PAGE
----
Slide 7 gives you a view of the adjusted EBITDA changes between the third quarter of 2012 and the third quarter of 2011. The year-over-year change can pretty much be summed up as due to our overall sales prices being about $35 per ton below last year’s levels, with the other bridge components fairly similar to last year with positive items netting out the negative items.

There’s a bit more information related to input prices on Slide 8 where you can see the direction prices have been moving. As you saw in the previous slides, overall there has been a favorable impact from input pricing relative to the previous quarter as well as last year’s third quarter.

Dave?

David Paterson

Thanks, Bob. Looking at Slide 9, we wanted to give you a recap of where we are on the energy initiatives that the company has undertaken. You can see the expenditures and the flows. I guess the net we wanted you to take away from this is that we have completed both of these projects. The Bucksport project is being commissioned as we speak and is going well. We still see these as very high return projects and well worth the investment that we’ve made, and particularly in the case of Quinnesec we’re very pleased with its performance to date and Bucksport is going to be an equally strong project for us going forward.

On Slide 10, let’s look to the fourth quarter. Again, in the fourth quarter seasonally we normally see a slowdown in volumes, particularly at the back half of the quarter, and that’s what we’re seeing as we looked out into the fourth quarter. We have a groundwood price increase in the market and we expect to implement that . Coated freesheet prices remain flat and pulp prices, as Bob just mentioned, are trending back up, which is a good thing. Our operating costs are stable and continuing to look good, and we’ve got a scheduled maintenance outage at Quinnesec in the quarter.

Our inventories continue to move down, particularly in coated groundwood which is extremely tight for us. As I mentioned, the Bucksport project will be completed this month and it looks great, and we continue the decommissioning work and closure work at the Sartell facility through the fourth quarter.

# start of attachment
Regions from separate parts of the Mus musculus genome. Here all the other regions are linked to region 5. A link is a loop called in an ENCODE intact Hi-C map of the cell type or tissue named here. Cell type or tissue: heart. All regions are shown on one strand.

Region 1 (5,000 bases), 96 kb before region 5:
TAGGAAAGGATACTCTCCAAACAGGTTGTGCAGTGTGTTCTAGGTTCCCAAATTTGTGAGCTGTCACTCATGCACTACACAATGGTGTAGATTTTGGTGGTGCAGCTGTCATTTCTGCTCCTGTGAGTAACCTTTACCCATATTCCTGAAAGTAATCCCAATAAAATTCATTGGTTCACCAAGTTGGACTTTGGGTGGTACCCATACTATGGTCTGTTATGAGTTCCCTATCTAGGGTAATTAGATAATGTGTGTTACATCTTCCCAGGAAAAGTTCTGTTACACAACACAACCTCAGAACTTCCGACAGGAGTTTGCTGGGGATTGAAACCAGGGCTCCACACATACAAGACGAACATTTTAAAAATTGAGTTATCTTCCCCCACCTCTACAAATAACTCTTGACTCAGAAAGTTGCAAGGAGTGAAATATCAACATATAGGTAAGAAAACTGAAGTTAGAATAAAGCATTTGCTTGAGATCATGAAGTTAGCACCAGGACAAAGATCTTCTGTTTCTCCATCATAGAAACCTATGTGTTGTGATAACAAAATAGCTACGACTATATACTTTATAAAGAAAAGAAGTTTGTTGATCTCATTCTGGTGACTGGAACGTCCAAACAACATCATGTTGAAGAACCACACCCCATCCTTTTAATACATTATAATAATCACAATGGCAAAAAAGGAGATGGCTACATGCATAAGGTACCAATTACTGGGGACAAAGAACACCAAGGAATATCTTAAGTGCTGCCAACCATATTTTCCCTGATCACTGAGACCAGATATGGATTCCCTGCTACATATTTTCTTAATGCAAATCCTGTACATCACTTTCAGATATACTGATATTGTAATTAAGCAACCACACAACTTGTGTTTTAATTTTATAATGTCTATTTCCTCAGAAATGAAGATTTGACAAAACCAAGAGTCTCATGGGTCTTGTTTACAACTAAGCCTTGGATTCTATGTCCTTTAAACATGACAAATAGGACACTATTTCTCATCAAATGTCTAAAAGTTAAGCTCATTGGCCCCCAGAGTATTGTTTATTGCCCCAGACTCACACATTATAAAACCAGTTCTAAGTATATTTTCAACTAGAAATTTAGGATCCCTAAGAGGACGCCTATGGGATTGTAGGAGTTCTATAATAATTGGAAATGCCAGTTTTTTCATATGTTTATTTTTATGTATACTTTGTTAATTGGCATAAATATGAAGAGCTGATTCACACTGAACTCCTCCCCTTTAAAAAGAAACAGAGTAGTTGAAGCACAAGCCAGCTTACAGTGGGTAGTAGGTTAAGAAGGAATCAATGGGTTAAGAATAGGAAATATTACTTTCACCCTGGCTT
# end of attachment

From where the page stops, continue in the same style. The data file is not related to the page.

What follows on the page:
And with that, Operator, we’ll open it up to questions.

Question and Answer Session

Operator

Thank you. [Operator instructions]

And we’ll start with our first question with Joe Stivaletti with Goldman Sachs.

Joe Stivaletti – Goldman Sachs

Good morning. A few things. One was on your guidance on the fourth quarter on operating cost was stable to lower, but then you talked about the Quinnesec outage. Is the Quinnesec outage included in the comment about costs being lower, or would that be—

Robert Mundy

Yes. No, it’s included.

Joe Stivaletti – Goldman Sachs

Okay. And then your slide on the energy initiatives indicated a hope that you’d be up to your full run rate in the fourth quarter. Would it be possible to give us a little bit of a feel for the benefit of that in the fourth quarter versus what you realized in the third quarter, just roughly?

Robert Mundy

Well, there won’t be a lot of additional benefit in the fourth versus the third because really the only project that’s left, as Dave mentioned, is the Bucksport project which will be started up in the fourth quarter. So what we have achieved through the third, you know, pretty much everything else has been in place. There’s still a little bit more from the Quinnesec project. I guess maybe that will materialize in the fourth quarter, but that would be the difference, Joe. Probably on a run rate basis, something certainly I think north of $10 million once Bucksport is fully up and running.

Joe Stivaletti – Goldman Sachs

Okay. Also was just wondering if you could update us on your thoughts on the term loan, the whole coat term loan, what the timing might be on addressing that and what you might be looking at there in terms of refinancing?

Robert Mundy

Yeah, about all we can say there, Joe, is we’re certainly having discussions and taking some action in that area, but it’s just not something that we can talk about on today’s call. Obviously we’ll have it all taken care of. It matures on February of next year, so we’ll certainly have it taken care of prior to then.

Joe Stivaletti – Goldman Sachs

Okay. And the only thing I had was wondering if you could share a—if you had a 2013 CAPEX budget in mind.

Robert Mundy

Yeah, it’ll be something in that 70-ish range, maybe a little less. And I say that—Joe, one thing that we’ve indicated on previous calls is that we thought we would get—you know, be far enough along in the Bucksport project to have filed our application for the REITC grant money. That’s now been pushed into the—it looks like it’s more like a first quarter item of next year, so that’s like 12 or $13 million that we’ll receive if everything goes well in the first quarter of next year as opposed to the fourth quarter of this year. However, having said that, I think our capital for this year is still going to be something in the low 60s even without receiving the grant money in the fourth quarter of this year.